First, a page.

The Difference Between ‘I Love You’ And ‘I Love You Too’

Savannah van der Niet
Savannah van der Niet

For us, it came after a summer apart, a summer of my misguided attempts to use my body to distract my heart, a summer of rebounds. It came after a summer that you called me every single day, me only too preoccupied to hit “ignore” a few times. It came after a summer when I was sleeping around in order to force myself to believe that I could manage to get by with someone other than you. It came after a summer when I guess you were sitting at home trying to manage without me. It came after a summer that you succeeded and I didn’t.

I never actually made it a single step away from you, in any direction. I never had to get over you because you never went away. You were there when I thought I was falling for someone else (which, in reality, turned out to be the definition of a rebound). You were there pre-diagnosis when I genuinely thought I was losing my mind — “you’re okay baby, I’m here” you would say to me as I questioned the reality of my surroundings. You were (metaphorically) by my side when all of my friends stopped talking to me without explanation. You were there, just a phone call away, the whole time I was getting naked with random men, trying to trick myself into thinking I had made the right decision.

You were there the whole time I was pretending that I could make do without calling you mine.

Well, I can’t. I absolutely cannot. It is not that I am unable, or incapable, of cutting you out of my life, convincing myself that you no longer exist. Oh no, I know I could do that. I’ve successfully done that with pretty much every other man that has ever caught my eye. I have learned to file them away, to see the beauty in every introduction and the lesson in every disappointment. Not with you. I can’t file you away because I am not done learning your lessons and I am not done teaching you mine. I am not done kissing you whenever I damn feel like it, and I am certainly not done with the way you look at me when you’re pulling off my jeans.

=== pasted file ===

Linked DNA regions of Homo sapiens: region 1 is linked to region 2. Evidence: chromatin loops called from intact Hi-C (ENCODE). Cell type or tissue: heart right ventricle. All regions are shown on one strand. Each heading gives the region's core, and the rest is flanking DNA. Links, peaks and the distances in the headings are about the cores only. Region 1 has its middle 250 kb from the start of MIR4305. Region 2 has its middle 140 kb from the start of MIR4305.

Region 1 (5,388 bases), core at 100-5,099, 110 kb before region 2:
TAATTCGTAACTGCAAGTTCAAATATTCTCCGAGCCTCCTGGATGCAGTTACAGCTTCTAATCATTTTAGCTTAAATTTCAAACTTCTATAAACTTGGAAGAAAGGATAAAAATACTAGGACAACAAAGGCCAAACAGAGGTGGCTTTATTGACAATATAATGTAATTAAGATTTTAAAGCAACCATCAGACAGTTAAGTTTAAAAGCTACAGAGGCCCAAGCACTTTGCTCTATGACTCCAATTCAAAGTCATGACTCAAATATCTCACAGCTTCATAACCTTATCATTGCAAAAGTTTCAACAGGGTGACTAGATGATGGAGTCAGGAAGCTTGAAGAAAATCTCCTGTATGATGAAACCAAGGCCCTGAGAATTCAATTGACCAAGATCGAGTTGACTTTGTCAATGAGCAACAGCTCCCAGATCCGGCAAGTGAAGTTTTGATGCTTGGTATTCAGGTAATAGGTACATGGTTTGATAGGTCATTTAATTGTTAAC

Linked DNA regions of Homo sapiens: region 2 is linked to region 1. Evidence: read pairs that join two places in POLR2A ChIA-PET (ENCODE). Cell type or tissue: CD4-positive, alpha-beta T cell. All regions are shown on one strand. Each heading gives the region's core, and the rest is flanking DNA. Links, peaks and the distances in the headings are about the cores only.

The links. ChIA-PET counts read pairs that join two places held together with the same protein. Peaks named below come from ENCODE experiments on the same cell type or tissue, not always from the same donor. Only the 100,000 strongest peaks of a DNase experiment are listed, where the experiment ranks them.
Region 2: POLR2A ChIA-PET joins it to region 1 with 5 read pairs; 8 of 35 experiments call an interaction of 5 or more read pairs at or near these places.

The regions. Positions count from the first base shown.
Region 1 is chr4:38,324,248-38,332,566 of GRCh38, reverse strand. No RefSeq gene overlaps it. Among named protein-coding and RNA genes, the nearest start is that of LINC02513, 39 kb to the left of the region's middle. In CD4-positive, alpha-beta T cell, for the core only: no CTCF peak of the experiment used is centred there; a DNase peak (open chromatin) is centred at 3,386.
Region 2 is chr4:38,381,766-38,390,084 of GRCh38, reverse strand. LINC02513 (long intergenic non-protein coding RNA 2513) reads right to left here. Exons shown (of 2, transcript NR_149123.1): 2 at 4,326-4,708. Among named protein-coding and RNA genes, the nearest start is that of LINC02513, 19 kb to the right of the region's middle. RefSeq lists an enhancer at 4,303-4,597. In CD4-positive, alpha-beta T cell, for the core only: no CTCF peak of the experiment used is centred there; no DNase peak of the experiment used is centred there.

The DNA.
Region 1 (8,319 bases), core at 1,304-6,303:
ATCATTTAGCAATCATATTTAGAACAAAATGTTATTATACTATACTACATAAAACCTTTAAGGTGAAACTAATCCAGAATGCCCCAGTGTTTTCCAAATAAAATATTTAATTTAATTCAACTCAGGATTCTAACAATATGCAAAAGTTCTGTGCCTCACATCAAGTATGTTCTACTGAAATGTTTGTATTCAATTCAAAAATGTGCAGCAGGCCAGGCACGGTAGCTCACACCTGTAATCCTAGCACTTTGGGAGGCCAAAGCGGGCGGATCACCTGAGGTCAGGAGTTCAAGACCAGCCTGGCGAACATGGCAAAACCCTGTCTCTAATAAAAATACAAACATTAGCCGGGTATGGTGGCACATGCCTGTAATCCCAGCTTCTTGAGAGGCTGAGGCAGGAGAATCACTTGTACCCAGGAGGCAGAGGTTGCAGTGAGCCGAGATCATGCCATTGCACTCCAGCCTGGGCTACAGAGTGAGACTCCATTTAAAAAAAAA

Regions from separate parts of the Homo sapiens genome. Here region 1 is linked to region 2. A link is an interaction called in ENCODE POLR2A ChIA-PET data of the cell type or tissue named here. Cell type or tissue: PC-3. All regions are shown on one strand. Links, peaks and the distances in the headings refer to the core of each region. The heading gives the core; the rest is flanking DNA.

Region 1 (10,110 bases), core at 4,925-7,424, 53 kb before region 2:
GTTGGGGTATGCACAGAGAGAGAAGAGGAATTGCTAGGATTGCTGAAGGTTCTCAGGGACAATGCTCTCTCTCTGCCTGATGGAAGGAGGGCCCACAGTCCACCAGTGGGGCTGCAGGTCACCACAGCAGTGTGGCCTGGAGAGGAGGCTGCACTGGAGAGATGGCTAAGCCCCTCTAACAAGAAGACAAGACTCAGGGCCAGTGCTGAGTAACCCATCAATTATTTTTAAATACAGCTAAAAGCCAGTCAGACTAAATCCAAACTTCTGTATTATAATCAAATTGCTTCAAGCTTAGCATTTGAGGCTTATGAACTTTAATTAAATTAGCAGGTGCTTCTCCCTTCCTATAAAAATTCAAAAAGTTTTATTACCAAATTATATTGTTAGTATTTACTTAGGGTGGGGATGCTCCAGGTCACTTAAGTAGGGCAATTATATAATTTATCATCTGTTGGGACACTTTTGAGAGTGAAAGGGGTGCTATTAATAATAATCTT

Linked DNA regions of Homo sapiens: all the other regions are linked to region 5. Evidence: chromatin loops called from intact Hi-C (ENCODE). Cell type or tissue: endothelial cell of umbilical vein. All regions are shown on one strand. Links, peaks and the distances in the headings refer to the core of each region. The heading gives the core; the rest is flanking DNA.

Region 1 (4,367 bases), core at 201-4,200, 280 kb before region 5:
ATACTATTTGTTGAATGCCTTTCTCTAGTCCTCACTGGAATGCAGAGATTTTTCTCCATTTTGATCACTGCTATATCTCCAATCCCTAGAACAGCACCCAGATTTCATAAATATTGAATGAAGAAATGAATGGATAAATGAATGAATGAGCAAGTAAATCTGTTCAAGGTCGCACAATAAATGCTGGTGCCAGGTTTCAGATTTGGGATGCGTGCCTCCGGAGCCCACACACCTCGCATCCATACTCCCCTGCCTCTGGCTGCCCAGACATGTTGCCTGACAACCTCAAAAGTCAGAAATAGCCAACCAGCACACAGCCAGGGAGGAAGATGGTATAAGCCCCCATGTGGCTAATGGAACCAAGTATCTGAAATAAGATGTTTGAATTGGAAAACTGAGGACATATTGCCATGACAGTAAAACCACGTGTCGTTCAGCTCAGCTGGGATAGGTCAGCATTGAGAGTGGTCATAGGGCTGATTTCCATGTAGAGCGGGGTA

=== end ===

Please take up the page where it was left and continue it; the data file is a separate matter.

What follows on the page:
There is nothing in this world that makes me feel the way I do when you touch your hand to my cheek and kiss me, when you kiss me like you’ll never kiss another human being again, like I am crucial to your survival. You kiss me like you love me with your entire soul, because I know you do, or, at least I used to. I kiss you back like I love you with my entire being, because I do. My every thought and reality relies on you, on the slight under bite in your smile and your curly hair, on the way your eyes squint when you look at me and I can see that you understand me without you having to say it.

Yesterday was the first day in over a year that we didn’t talk at least once from the time I woke up to the time I went to sleep. And last night I had a dream that I came to visit you, to surprise you. Everyone where you are was so excited to see me. I had to ask where your room was because my dream version of the place where you still are and I no longer am did not look the same as it does in real life — you know the way dreams do that? The place where you are and I no longer am is a place I will always call home, but in my dream it had changed, just as I fear we have.